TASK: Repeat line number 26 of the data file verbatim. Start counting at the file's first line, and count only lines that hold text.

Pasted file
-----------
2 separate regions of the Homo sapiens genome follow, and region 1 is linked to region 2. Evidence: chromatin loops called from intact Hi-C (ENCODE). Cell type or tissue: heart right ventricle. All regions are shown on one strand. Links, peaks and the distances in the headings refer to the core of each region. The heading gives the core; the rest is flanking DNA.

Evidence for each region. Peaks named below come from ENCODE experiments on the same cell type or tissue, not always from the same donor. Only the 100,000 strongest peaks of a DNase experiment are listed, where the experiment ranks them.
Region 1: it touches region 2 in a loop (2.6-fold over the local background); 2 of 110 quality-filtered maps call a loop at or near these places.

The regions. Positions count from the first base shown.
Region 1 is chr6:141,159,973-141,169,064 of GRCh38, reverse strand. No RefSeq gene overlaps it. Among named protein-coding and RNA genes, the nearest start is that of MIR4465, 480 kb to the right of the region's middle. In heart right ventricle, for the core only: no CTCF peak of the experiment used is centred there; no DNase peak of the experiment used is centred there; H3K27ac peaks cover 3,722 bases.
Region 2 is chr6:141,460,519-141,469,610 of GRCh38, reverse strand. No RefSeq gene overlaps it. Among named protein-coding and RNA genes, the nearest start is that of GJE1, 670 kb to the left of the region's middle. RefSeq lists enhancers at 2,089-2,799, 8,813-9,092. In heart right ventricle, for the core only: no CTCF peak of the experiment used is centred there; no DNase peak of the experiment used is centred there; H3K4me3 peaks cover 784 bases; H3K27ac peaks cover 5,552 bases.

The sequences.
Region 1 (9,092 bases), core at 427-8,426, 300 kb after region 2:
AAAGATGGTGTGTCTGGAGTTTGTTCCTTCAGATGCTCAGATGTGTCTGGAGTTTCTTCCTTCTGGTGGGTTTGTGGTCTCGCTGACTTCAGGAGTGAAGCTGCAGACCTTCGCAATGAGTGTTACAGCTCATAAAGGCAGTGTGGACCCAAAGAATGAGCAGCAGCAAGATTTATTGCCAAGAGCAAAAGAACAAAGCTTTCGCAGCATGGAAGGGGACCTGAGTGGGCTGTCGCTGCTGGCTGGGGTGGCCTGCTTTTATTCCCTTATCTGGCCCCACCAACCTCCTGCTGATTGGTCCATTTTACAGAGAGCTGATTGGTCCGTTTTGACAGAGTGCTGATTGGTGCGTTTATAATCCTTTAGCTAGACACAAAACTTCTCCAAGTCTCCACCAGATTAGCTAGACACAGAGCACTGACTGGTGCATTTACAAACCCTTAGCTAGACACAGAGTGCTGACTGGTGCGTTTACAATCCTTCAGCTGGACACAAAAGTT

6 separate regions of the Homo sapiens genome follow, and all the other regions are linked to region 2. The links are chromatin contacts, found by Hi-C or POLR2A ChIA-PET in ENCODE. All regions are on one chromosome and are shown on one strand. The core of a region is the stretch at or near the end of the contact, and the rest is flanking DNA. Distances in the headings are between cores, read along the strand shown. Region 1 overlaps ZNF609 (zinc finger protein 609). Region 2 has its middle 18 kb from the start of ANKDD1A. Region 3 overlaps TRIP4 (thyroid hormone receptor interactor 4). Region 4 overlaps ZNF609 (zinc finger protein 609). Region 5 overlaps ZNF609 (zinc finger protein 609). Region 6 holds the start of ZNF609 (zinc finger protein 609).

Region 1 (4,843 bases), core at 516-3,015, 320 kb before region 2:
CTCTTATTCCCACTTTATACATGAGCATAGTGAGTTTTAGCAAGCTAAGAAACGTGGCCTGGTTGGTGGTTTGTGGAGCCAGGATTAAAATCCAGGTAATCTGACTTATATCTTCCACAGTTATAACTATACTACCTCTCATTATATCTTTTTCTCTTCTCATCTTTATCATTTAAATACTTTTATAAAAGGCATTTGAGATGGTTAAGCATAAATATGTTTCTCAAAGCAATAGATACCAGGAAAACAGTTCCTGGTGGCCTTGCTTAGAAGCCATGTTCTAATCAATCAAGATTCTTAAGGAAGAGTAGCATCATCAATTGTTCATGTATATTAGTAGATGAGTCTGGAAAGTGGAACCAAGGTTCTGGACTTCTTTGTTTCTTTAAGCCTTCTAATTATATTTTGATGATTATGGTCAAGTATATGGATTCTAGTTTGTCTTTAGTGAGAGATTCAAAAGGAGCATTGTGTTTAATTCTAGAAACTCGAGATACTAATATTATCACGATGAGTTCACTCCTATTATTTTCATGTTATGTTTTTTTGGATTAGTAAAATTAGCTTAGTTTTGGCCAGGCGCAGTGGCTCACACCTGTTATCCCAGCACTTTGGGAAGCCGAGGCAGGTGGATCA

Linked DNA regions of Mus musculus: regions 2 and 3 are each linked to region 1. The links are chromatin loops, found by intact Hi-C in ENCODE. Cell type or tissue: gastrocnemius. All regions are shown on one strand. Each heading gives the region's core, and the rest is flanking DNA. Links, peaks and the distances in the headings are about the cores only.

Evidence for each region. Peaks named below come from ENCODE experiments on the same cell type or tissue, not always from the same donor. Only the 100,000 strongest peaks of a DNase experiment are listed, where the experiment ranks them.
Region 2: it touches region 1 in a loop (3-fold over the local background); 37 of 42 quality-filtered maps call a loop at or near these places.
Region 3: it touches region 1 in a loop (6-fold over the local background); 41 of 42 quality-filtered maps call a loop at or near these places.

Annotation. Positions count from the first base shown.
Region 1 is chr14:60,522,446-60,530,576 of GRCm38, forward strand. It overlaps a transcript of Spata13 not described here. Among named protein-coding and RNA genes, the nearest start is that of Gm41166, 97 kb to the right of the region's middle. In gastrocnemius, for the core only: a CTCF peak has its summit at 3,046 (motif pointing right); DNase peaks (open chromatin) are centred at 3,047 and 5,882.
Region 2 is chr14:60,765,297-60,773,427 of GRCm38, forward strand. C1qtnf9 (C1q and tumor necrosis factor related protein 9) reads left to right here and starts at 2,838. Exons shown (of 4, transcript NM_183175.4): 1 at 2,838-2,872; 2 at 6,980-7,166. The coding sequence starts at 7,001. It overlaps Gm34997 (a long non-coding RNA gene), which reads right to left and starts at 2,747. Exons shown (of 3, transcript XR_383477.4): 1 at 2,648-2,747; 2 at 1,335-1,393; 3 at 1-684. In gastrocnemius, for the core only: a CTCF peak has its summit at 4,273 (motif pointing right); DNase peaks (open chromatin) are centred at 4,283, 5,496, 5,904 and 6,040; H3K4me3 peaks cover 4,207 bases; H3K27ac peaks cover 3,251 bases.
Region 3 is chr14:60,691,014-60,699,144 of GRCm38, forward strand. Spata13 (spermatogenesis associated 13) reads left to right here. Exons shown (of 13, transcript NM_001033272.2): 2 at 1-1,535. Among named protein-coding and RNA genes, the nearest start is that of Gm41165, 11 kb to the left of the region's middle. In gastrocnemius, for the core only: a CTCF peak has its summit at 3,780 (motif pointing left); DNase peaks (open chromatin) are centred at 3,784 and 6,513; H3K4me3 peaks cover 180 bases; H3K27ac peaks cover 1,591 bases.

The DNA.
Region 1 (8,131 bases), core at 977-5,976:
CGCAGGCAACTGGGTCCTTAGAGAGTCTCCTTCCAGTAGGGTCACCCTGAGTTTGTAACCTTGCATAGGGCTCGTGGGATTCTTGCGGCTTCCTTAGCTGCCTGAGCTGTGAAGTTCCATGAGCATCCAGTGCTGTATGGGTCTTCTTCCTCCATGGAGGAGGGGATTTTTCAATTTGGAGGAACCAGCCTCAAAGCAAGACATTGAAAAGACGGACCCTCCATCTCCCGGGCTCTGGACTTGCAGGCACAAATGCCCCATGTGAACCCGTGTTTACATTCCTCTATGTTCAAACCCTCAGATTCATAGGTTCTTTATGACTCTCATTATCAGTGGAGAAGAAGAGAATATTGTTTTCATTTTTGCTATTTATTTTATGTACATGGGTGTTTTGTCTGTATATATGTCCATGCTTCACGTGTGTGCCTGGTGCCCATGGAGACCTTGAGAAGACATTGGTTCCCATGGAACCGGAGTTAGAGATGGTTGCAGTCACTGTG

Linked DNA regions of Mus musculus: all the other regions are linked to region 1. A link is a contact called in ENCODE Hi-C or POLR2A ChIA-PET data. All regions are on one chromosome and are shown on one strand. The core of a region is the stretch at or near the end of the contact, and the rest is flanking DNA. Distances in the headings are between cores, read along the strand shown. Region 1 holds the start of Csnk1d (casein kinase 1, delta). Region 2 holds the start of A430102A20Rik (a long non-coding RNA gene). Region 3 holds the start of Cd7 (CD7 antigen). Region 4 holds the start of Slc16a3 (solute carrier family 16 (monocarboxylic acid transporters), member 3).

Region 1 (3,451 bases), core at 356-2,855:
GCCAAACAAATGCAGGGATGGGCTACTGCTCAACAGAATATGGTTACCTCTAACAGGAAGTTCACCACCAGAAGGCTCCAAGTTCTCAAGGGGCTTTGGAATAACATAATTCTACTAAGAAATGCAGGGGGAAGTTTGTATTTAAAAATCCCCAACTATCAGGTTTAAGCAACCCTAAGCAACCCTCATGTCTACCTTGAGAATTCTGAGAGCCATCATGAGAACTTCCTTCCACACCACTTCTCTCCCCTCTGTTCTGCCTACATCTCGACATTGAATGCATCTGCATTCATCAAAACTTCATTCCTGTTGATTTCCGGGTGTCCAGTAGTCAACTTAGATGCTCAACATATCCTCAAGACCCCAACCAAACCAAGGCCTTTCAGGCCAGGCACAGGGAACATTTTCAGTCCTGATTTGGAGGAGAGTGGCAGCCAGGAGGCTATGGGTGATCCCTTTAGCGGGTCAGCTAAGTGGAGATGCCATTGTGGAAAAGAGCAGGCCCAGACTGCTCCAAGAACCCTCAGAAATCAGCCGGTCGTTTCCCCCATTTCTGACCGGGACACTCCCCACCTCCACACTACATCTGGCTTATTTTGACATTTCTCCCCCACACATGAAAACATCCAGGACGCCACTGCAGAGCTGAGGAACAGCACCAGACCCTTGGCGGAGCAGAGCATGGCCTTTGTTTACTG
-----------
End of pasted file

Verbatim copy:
GCCAAACAAATGCAGGGATGGGCTACTGCTCAACAGAATATGGTTACCTCTAACAGGAAGTTCACCACCAGAAGGCTCCAAGTTCTCAAGGGGCTTTGGAATAACATAATTCTACTAAGAAATGCAGGGGGAAGTTTGTATTTAAAAATCCCCAACTATCAGGTTTAAGCAACCCTAAGCAACCCTCATGTCTACCTTGAGAATTCTGAGAGCCATCATGAGAACTTCCTTCCACACCACTTCTCTCCCCTCTGTTCTGCCTACATCTCGACATTGAATGCATCTGCATTCATCAAAACTTCATTCCTGTTGATTTCCGGGTGTCCAGTAGTCAACTTAGATGCTCAACATATCCTCAAGACCCCAACCAAACCAAGGCCTTTCAGGCCAGGCACAGGGAACATTTTCAGTCCTGATTTGGAGGAGAGTGGCAGCCAGGAGGCTATGGGTGATCCCTTTAGCGGGTCAGCTAAGTGGAGATGCCATTGTGGAAAAGAGCAGGCCCAGACTGCTCCAAGAACCCTCAGAAATCAGCCGGTCGTTTCCCCCATTTCTGACCGGGACACTCCCCACCTCCACACTACATCTGGCTTATTTTGACATTTCTCCCCCACACATGAAAACATCCAGGACGCCACTGCAGAGCTGAGGAACAGCACCAGACCCTTGGCGGAGCAGAGCATGGCCTTTGTTTACTG